Mt. Ibuki: June 20, 2018
This photo supplement tracks the events in Chapter 12 of CLIMB: Leaving Safe and Finding Strength on 100 Summits in Japan. The captions offer “extra features” that didn’t make it into the book.
The rain should have told me this was a bad idea. Unfortunately, my lack of mountain climbing experience (or even hiking experience) left me entirely unprepared for the events that followed.
This makes the climb up Mt. Ibuki look like a barrel of laughs. Which, in fairness, it might well be, when it isn’t raining. (I actually do intend to return and find out.) Unfortunately, the lift shown here is no longer in operation, and as for the rest . . . keep scrolling. You’ll see.
At this point, it was raining fairly steadily, although not as hard as it was when I left the hotel. You can’t tell from this picture, but trickles of water are running down the steps–yet another sign I didn’t heed.
This little guy was sitting in the puddle at the top of the frame when I started taking his picture, but he moved to the rocks in an unsuccessful attempt to flee the hiking paparazzi. At this point, he decided I was ok.
This derelict resort sits near the base of Mt. Ibuki’s former ski slopes. Rising winter temperatures in the area, and the resulting lack of deep snow, led to abandonment of the ski resort. The hiking trail runs directly through the slowly rotting structures . . . a creepy experience even when it isn’t raining.
I have no idea why the word “Dorian” is emblazoned on that building–but the writer in me had to wonder where there’s a ski resort somewhere that does not age, while this one slowly crumbles into ruin.
The trail up Mt. Ibuki parallels the ski slopes for almost an hour’s worth of hiking, before entering a short band of forest. I saw no other hikers on the trail (and have good reason to believe I was the only human being on the trail that day) but I did see–and hear–other wildlife, including deer and crows.
Looking downward from a shoulder on the trail, it’s easy to see the ski slopes, and to imagine what this trail once looked like in the winter.
So much rain fell that giant earthworms pushed up out of the soil and wiggled along the trail, seeking respite. I didn’t mind seeing them on the trail, but didn’t enjoy the ones I grabbed accidentally while clambering up the steeper portions of the trail. (Sorry about that, worms.)
Every time the rain slowed, “mass murders” of crows flocked out of the trees to call and play in the air above the mountain. I often saw them playing this way in the mountains–and every time, it made me wish for a pair of wings, so I could join them and ride the currents too.
Japanese mountain trails have ten “stations” between the trailhead and the summit, roughly equidistant from one another, that help climbers mark their progress up the trail. Station 5 marks roughly the halfway point.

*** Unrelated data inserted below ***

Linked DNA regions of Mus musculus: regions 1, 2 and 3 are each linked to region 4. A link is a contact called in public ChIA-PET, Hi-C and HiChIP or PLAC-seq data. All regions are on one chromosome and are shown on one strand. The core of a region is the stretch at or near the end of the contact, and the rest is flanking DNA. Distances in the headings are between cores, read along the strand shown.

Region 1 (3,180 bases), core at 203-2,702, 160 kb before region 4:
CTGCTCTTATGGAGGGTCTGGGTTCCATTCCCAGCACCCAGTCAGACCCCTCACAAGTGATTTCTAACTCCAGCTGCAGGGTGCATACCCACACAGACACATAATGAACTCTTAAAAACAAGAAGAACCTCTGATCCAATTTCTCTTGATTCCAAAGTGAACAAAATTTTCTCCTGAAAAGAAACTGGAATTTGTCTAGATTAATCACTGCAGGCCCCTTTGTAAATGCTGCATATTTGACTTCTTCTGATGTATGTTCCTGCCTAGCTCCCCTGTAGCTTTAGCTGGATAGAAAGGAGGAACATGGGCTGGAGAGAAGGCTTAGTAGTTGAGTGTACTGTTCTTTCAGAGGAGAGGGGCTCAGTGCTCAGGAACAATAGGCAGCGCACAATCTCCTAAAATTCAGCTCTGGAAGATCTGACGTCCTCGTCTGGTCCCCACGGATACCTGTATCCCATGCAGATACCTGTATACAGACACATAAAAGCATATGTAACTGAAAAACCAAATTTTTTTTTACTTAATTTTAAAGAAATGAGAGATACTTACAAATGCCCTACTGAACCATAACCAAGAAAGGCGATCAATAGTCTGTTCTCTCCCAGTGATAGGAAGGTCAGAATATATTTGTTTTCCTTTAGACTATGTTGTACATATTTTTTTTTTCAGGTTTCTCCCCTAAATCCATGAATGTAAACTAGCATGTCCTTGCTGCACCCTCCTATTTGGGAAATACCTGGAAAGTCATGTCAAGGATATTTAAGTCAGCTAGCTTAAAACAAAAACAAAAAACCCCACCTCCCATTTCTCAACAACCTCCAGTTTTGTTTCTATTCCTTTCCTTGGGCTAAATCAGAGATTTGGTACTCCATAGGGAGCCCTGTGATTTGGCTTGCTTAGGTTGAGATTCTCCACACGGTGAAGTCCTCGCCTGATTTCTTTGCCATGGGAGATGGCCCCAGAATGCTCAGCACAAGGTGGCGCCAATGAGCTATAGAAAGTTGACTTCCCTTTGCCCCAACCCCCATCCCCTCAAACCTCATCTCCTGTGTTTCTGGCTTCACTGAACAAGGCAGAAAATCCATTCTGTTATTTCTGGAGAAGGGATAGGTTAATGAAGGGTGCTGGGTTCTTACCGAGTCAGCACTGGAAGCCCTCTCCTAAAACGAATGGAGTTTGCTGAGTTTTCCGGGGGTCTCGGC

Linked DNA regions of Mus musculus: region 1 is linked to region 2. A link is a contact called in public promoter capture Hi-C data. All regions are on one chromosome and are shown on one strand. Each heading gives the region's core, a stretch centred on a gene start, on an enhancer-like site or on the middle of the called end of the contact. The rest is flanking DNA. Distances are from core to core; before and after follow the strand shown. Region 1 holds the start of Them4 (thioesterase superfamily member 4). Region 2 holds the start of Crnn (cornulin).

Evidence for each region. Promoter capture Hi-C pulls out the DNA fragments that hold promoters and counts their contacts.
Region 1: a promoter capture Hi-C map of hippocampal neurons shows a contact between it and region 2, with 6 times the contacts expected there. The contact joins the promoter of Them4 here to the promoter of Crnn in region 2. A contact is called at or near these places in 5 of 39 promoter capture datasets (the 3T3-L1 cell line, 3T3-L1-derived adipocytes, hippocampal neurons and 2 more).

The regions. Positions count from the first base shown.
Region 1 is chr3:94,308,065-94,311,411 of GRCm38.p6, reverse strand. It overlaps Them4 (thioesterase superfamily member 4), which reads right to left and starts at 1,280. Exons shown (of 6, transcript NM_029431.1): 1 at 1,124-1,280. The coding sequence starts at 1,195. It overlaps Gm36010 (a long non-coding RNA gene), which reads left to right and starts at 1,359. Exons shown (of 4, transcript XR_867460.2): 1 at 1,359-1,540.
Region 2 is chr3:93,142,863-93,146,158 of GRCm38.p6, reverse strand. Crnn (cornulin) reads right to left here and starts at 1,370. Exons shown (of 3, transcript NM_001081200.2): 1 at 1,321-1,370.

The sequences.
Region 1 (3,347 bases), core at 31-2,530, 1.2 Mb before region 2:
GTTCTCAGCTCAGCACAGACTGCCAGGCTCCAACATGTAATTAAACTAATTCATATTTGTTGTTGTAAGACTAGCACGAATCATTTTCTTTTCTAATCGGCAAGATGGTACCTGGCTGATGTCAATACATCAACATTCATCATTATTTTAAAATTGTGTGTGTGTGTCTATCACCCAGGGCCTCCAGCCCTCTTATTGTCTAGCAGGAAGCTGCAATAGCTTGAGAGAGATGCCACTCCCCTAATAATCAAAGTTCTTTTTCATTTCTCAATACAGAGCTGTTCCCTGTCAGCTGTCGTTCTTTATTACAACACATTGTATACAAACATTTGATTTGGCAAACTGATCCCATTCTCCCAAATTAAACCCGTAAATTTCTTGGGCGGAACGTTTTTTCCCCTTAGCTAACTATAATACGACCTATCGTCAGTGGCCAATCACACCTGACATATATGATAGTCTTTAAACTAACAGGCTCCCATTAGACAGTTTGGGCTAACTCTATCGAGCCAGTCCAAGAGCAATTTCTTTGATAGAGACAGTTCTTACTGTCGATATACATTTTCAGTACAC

At this point, only 1.9km remained between me and the summit. As it turned out, they would be among the most difficult kilometers of my entire 100 Summits year.
But for the rain, and my lack of experience (and confidence), and the slippery rocks, and my fear of missing the final bus at the top of the mountain (there’s a road down the opposite side, and it would have been too dangerous to descend the upper half of the trail in the rain) … this might have been a lovely climb. Regrettably, Mt. Ibuki ended up being the low point of my 100 Summits year. In retrospect, it was my fault entirely.
Mt. Ibuki goes down in my personal history (and in CLIMB) as proof of the fact that not all stories have an entirely happy ending. Sometimes we work hard to reach a goal, only to have that goal denied for reasons strength and perseverance cannot overcome. Even then, the effort was worthwhile.
A seminal battle, and a turning point in Japanese history, took place here on October 21, 1600, when the Eastern Army, under the command of Tokugawa Ieyasu, defeated the Western Army, laying a foundation that would lead to Tokugawa Ieyasu’s assumption of the shogunate a little over two years later. The taxi driver who “rescued” me from the summit of Mt. Ibuki drove me past the site of the famous battle en route to the train station.
I hope you’re enjoying this “behind the scenes” photo-companion to CLIMB! Please click through and join me for Chapter 13: Walking on the Road
* This page is part of the photo companion to CLIMB: Leaving Safe & Finding Strength on 100 Summits in Japan. You can find the story behind these pictures (in hardback and ebook formats, and either in person or online) at your favorite local bookstore or at Amazon or Barnes & Noble (both in the U.S. and internationally).